This Grossly Overlooked Gem is Easily One of the Best Cop/Action/Thrillers the 80's Ever Produced
It's safe to say that writer/director/producer James Glickenhaus hit it big with his Grindhouse classic The Exterminator
in 1980, a film who's box office gross far outnumbered it's original budget, resulting in a certified hit. He would follow that up with The Soldier (be sure to check out Cinema Drunkie's excellent review!)
two years later, a sort of arthouse action thriller that was way ahead of it's time, but has since gained a huge cult following. After The Soldier
he was propositioned by the legendary Hong Kong powerhouse Golden Harvest to do a Jackie Chan film, in the hopes of transitioning his stardom over to Hollywood. Glickenhaus's main objective was to deliver a different Jackie Chan film. He wasn't interested in doing another martial arts film. He wanted to introduce a tougher, more gritty Jackie Chan film, and while Glickenhaus and Chan didn't see eye to eye, resulting in two different cuts of the film (which I'll get into later) there's no denying that their one-time collaboration resulted in one of the best films of both Jackie Chan and Glickenhaus's respective careers.
In Glickenhaus's version, he attempted to deliver a tougher film than any Jackie Chan fan had ever seen before, and the result is The Protector
, a kickass gritty cop thriller that once again showcases Chan's incredible physical abilities, while at the same time showing the world, and most importantly, Hollywood, that he could in fact play it serious without the slapstick comedy. Through broken English (it's better to watch it with subtitles), Chan curses for the first time in a film, kicks a whole lot of ass and takes names. In short, The Protector
is awesome. Just epicly awesome in a very 80's gritty action thriller sort of way, and it's a damn crying shame it isn't more loved or more highly regarded as a certified action classic.
When the daughter of a rich local businessman is kidnapped by the Hong Kong drug lord Mr. Ko, two New York cops, Billy Wong (Jackie Chan) and Danny Garoli (Danny Aiello), travel to Hong Kong to rescue her.
I remember when this came out, and how it pretty much bombed at the box office. I even remember watching it myself, because back then in '85 (I was 9), I was a huge martial arts fan, and devoured any Jackie Chan film I could get my hands on at the time. So I was all over this, only to realize that the martial arts fighting had taken a back seat to car chases, foot chases and shootouts. I didn't like it, and had completely dismissed it all of these years. Remember I was only 9! And apparently an idiot.
33 years later while I'm thick in the middle of a serious James Glickenhaus kick, I discovered that he had directed this before he did the insanely badass Shakedown
, and immediately set out to revisit, or rediscover I should say, this little misunderstood gem of a movie. I figured if he could deliver something as incredible as Shakedown
, and The Protector
was his prior film, then maybe there was something to it that I missed all those years ago? And I was right about that. And boy was I wrong about my initial feelings towards it when I was 9. Dead wrong.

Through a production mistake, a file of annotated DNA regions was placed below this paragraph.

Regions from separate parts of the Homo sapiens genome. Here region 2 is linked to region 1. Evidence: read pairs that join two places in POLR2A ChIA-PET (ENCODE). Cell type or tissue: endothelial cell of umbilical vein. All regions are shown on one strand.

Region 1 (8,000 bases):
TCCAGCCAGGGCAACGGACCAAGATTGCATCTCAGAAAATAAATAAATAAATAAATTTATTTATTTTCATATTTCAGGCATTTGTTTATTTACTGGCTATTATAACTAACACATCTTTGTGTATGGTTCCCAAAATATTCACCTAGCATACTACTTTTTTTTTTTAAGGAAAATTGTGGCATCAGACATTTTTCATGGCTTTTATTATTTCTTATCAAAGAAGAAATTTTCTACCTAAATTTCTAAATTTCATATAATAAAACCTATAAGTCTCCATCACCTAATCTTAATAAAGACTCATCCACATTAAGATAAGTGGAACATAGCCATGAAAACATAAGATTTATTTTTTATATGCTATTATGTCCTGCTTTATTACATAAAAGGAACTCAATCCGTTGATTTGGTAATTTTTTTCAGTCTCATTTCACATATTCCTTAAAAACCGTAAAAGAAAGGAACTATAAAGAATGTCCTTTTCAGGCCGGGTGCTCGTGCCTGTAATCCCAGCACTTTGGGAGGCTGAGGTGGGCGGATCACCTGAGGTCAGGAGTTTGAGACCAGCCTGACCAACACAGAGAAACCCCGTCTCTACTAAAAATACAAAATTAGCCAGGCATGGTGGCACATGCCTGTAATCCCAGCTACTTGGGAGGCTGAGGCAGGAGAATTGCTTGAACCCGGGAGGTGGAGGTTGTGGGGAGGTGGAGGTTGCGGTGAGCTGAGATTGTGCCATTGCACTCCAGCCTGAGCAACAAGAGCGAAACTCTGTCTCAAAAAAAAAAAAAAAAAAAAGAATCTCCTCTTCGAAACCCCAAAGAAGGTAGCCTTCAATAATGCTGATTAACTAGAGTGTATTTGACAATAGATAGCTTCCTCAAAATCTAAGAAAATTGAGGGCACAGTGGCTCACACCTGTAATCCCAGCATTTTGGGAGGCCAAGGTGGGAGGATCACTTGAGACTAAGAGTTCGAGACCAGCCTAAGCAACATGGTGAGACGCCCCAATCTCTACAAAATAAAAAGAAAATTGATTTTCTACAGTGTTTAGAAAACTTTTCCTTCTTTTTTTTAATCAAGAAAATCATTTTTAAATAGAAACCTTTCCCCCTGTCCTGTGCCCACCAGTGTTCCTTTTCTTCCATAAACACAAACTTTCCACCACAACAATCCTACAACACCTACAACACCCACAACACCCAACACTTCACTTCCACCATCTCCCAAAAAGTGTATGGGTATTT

is a very special film. It works in a way I hadn't anticipated, while also giving us the Jackie Chan we always loved, because despite the fact that Glickenhaus did not want to deliver a martial arts film, there is still plenty of that to be had in here, and it's glorious. But I loved the other moments, where Chan is just being a tough badass, sporting those retro cool blue-blocker style shades and taking a beating as much as he gives them. Reportedly, Chan didn't know much English at this time, and it shows. Though to be fair, he does a great job considering he didn't speak the language. And it doesn't really matter, because despite his grasp of the language (use subtitles), Chan delivers the goods in every other conceivable way, and if this film did anything for me, it's that it convinced me that I really need to dig into his older "crime action/thrillers", which I've never done before.
I have to say, as much as I loved Jackie Chan in his first serious American outing, the real standout for me here was Danny Aiello. I know, I know. Hear me out. While we mostly think of Aiello's comedy or dramatic turns in classics like Moonstruck, Do The Right Thing, Hudson Hawk
and hell, even his small role in The Professional
, most people forget, or just don't know, that he has
dipped his toe into action from time to time. While initially caught off guard by his presence here, I have to admit that he immediately won me over within just a few short minutes. It's a bit jarring to see a younger, thinner Aiello playing a tough New York cop, but I'll be damned if he doesn't pull it off flawlessly. Sure he's not in any better shape than he is now, just thinner, but that doesn't stop him from constantly hitting on every female he sees, and he doesn't mind stripping down to his skivvies when duty calls. Danny Aiello's uncanny ability to transition to a skirt-chasing tough guy New York cop who travels to Hong Kong with his partner Wong (Chan) in tow, blasting his way through the city is a sight to behold. Make no mistake. Danny Aiello is a true badass in here and is given several moments to shine.
When I recently watched Shakedown
for the first time, I was blown away by not only the action sequences, which were incredible, but by how well James Glickenhaus directed it. Revisiting The Protector